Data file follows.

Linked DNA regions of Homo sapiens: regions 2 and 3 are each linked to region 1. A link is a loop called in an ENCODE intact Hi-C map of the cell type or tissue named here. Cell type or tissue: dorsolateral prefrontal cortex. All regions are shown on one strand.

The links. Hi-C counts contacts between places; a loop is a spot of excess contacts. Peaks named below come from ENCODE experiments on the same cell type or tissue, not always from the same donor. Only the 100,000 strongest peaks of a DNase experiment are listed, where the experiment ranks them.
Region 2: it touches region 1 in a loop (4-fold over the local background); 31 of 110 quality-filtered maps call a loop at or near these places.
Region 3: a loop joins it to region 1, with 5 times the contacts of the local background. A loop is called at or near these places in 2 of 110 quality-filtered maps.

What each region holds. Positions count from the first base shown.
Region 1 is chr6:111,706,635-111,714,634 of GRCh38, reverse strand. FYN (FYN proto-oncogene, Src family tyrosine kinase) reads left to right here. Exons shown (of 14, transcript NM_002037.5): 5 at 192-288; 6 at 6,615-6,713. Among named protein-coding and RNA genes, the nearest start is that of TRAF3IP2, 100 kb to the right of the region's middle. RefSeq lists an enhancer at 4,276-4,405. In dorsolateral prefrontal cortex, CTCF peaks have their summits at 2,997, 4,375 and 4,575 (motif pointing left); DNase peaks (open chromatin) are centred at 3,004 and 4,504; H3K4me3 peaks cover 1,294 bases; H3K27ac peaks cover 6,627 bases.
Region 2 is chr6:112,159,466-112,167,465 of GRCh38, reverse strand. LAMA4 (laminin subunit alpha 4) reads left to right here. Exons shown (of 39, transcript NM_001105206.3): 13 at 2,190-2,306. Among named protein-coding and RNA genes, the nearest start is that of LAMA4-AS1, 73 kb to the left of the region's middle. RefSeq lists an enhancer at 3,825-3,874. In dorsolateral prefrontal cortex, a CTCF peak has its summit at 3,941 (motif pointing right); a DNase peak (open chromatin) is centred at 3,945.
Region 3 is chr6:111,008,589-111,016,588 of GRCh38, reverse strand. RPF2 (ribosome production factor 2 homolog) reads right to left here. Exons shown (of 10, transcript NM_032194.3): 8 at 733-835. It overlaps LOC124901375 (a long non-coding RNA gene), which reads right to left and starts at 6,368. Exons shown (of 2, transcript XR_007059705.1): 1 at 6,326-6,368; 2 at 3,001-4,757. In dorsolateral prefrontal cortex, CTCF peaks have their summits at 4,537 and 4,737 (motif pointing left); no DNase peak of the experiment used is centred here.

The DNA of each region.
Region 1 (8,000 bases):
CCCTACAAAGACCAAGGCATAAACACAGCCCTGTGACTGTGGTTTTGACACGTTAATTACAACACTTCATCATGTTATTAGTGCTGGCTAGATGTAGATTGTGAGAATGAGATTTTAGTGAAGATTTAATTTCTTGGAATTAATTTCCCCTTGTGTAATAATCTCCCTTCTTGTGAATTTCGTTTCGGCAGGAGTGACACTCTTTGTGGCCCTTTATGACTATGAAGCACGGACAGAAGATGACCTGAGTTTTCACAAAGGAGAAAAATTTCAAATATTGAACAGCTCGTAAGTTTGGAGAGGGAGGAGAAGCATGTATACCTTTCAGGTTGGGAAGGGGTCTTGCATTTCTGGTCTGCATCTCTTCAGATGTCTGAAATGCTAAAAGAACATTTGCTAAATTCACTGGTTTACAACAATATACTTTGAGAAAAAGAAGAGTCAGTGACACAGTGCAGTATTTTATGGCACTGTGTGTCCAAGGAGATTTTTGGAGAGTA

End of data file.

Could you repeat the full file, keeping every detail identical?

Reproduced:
Linked DNA regions of Homo sapiens: regions 2 and 3 are each linked to region 1. A link is a loop called in an ENCODE intact Hi-C map of the cell type or tissue named here. Cell type or tissue: dorsolateral prefrontal cortex. All regions are shown on one strand.

The links. Hi-C counts contacts between places; a loop is a spot of excess contacts. Peaks named below come from ENCODE experiments on the same cell type or tissue, not always from the same donor. Only the 100,000 strongest peaks of a DNase experiment are listed, where the experiment ranks them.
Region 2: it touches region 1 in a loop (4-fold over the local background); 31 of 110 quality-filtered maps call a loop at or near these places.
Region 3: a loop joins it to region 1, with 5 times the contacts of the local background. A loop is called at or near these places in 2 of 110 quality-filtered maps.

What each region holds. Positions count from the first base shown.
Region 1 is chr6:111,706,635-111,714,634 of GRCh38, reverse strand. FYN (FYN proto-oncogene, Src family tyrosine kinase) reads left to right here. Exons shown (of 14, transcript NM_002037.5): 5 at 192-288; 6 at 6,615-6,713. Among named protein-coding and RNA genes, the nearest start is that of TRAF3IP2, 100 kb to the right of the region's middle. RefSeq lists an enhancer at 4,276-4,405. In dorsolateral prefrontal cortex, CTCF peaks have their summits at 2,997, 4,375 and 4,575 (motif pointing left); DNase peaks (open chromatin) are centred at 3,004 and 4,504; H3K4me3 peaks cover 1,294 bases; H3K27ac peaks cover 6,627 bases.
Region 2 is chr6:112,159,466-112,167,465 of GRCh38, reverse strand. LAMA4 (laminin subunit alpha 4) reads left to right here. Exons shown (of 39, transcript NM_001105206.3): 13 at 2,190-2,306. Among named protein-coding and RNA genes, the nearest start is that of LAMA4-AS1, 73 kb to the left of the region's middle. RefSeq lists an enhancer at 3,825-3,874. In dorsolateral prefrontal cortex, a CTCF peak has its summit at 3,941 (motif pointing right); a DNase peak (open chromatin) is centred at 3,945.
Region 3 is chr6:111,008,589-111,016,588 of GRCh38, reverse strand. RPF2 (ribosome production factor 2 homolog) reads right to left here. Exons shown (of 10, transcript NM_032194.3): 8 at 733-835. It overlaps LOC124901375 (a long non-coding RNA gene), which reads right to left and starts at 6,368. Exons shown (of 2, transcript XR_007059705.1): 1 at 6,326-6,368; 2 at 3,001-4,757. In dorsolateral prefrontal cortex, CTCF peaks have their summits at 4,537 and 4,737 (motif pointing left); no DNase peak of the experiment used is centred here.

The DNA of each region.
Region 1 (8,000 bases):
CCCTACAAAGACCAAGGCATAAACACAGCCCTGTGACTGTGGTTTTGACACGTTAATTACAACACTTCATCATGTTATTAGTGCTGGCTAGATGTAGATTGTGAGAATGAGATTTTAGTGAAGATTTAATTTCTTGGAATTAATTTCCCCTTGTGTAATAATCTCCCTTCTTGTGAATTTCGTTTCGGCAGGAGTGACACTCTTTGTGGCCCTTTATGACTATGAAGCACGGACAGAAGATGACCTGAGTTTTCACAAAGGAGAAAAATTTCAAATATTGAACAGCTCGTAAGTTTGGAGAGGGAGGAGAAGCATGTATACCTTTCAGGTTGGGAAGGGGTCTTGCATTTCTGGTCTGCATCTCTTCAGATGTCTGAAATGCTAAAAGAACATTTGCTAAATTCACTGGTTTACAACAATATACTTTGAGAAAAAGAAGAGTCAGTGACACAGTGCAGTATTTTATGGCACTGTGTGTCCAAGGAGATTTTTGGAGAGTA